Regarding the Downtown Hospital (but applicable to other projects, too) the planners urged decision-makers to ask "Where is the model?" and to "do the math."

So far Downtown Hospital proponents from MVHS, to political officials, to EDGE and various consultants have shown the public NO model with real numbers to demonstrate that placing a hospital downtown will generate a positive economic return for the City of Utica.  Like the now decaying "urban renewal" projects that traded hundreds of  old revenue-generating going businesses for new revenue-consuming public buildings and subsidized housing, the public is given only the appearance of a positive outcome while actually suffering negative economic consequences.

What we do know about the Downtown Hospital is that about 40 going businesses will be taken. These are not just any businesses but Proven Winners because they beat the 1-in-5 odds of surviving 5 years to actually last decades -- businesses who pay their taxes and provide jobs -- businesses which should be cherished, not pushed aside, in spite of their modest appearance,  because they produce a positive economic return for the city. Based upon the numbers of what happened in Rome when land was taken for the "Fort" and "Living Bridge" projects, Utica would be lucky if even 4 of these businesses remain in town following the project. Their property taxes, sales taxes, jobs and income will be forever lost to the local economy and replaced with a decrease in hospital jobs (because hospitals are consolidating) and virtually ZERO taxable value and revenue (because the hospital is tax exempt). Utica will give up in perpetuity the chance of ever generating revenue over the entire 34 acres to be taken. Utica taxpayers will be particularly hard hit because Utica will be responsible for police and fire protection of an additional hospital campus (because the others aren't going to disappear overnight). With no plans for the two campuses to be left behind, the potential for long-term blight (like that experienced at the CNY Psychiatric site on York St. after most of its facilities were closed) will be visited on two good neighborhoods. There is already talk about saddling taxpayers with a $41 Million parking garage. You can be sure that when ancient water lines, sanitary and storm sewers prove to be inadequate, the costs of improvements will be passed on to the local rate-payers in the form of higher water bills.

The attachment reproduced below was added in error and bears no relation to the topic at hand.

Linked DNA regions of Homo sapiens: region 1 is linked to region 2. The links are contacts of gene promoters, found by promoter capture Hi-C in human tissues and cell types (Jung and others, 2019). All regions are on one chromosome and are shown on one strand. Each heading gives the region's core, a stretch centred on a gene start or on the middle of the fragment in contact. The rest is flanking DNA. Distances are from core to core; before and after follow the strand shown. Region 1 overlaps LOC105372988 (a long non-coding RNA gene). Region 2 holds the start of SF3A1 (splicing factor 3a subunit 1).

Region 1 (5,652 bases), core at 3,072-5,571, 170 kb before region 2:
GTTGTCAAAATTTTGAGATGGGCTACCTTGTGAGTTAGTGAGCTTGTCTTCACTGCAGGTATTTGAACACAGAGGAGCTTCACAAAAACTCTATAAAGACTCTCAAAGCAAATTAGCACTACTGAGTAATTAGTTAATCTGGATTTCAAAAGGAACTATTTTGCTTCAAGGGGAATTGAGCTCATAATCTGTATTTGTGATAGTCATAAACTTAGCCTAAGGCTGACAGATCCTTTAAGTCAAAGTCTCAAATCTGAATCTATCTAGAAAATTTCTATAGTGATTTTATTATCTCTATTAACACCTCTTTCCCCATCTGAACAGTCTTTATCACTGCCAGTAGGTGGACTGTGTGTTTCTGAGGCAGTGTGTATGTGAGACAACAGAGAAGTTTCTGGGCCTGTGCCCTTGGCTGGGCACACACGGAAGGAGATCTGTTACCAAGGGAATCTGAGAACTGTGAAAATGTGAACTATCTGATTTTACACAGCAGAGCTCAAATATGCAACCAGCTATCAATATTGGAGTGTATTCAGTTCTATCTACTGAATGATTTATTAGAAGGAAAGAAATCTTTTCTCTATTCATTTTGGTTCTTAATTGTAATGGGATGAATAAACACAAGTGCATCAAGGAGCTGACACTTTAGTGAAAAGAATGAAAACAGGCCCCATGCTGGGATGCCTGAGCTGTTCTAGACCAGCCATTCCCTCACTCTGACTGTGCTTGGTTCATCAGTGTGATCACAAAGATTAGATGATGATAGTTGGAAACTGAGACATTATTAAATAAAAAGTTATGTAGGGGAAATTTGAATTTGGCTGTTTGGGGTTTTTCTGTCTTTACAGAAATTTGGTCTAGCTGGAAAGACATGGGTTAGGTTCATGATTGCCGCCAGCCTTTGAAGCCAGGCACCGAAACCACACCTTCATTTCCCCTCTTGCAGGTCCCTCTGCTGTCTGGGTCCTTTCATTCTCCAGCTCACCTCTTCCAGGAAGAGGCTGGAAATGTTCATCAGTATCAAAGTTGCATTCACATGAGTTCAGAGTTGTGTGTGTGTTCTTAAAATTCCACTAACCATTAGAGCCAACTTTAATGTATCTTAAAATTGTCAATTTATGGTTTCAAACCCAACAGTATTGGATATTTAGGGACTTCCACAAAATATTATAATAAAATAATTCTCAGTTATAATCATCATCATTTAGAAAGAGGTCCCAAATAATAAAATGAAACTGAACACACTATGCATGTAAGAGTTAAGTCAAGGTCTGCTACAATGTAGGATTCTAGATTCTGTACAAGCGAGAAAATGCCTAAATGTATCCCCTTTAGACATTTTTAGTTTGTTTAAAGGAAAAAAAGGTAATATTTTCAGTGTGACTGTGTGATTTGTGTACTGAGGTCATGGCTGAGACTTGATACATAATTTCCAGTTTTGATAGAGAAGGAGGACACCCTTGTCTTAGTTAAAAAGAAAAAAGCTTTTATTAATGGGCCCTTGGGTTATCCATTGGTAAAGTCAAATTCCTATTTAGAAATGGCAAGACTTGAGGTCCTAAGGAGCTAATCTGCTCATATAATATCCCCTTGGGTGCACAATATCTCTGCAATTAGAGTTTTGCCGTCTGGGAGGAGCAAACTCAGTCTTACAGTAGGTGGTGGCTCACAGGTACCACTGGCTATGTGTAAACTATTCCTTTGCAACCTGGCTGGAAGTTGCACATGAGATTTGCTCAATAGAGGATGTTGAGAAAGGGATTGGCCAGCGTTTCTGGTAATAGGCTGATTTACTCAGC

Meanwhile, MVHS' 64-acre St. Luke's Campus has plenty of room for the New Hospital and is served by major 4-lane traffic arteries, a new co-generation facility, and relatively new water and sewer lines. Parking is already on site and would only have to be incrementally augmented. No businesses would be taken, no revenue would be lost to local government, no private jobs would be lost, and one less site would be abandoned to potential blight. Since the site is already owned by MVHS and nearly shovel-ready for expansion, more money from the state's $300M gift can go toward a better hospital and equipment. The need for taxpayers or rate-payers to kick in extra money to improve public infrastructure will be virtually eliminated.  Furthermore, the St. Luke's site has already been approved by the MVHS board as its "backup," eliminating the argument that the site does not meet MVHS' needs.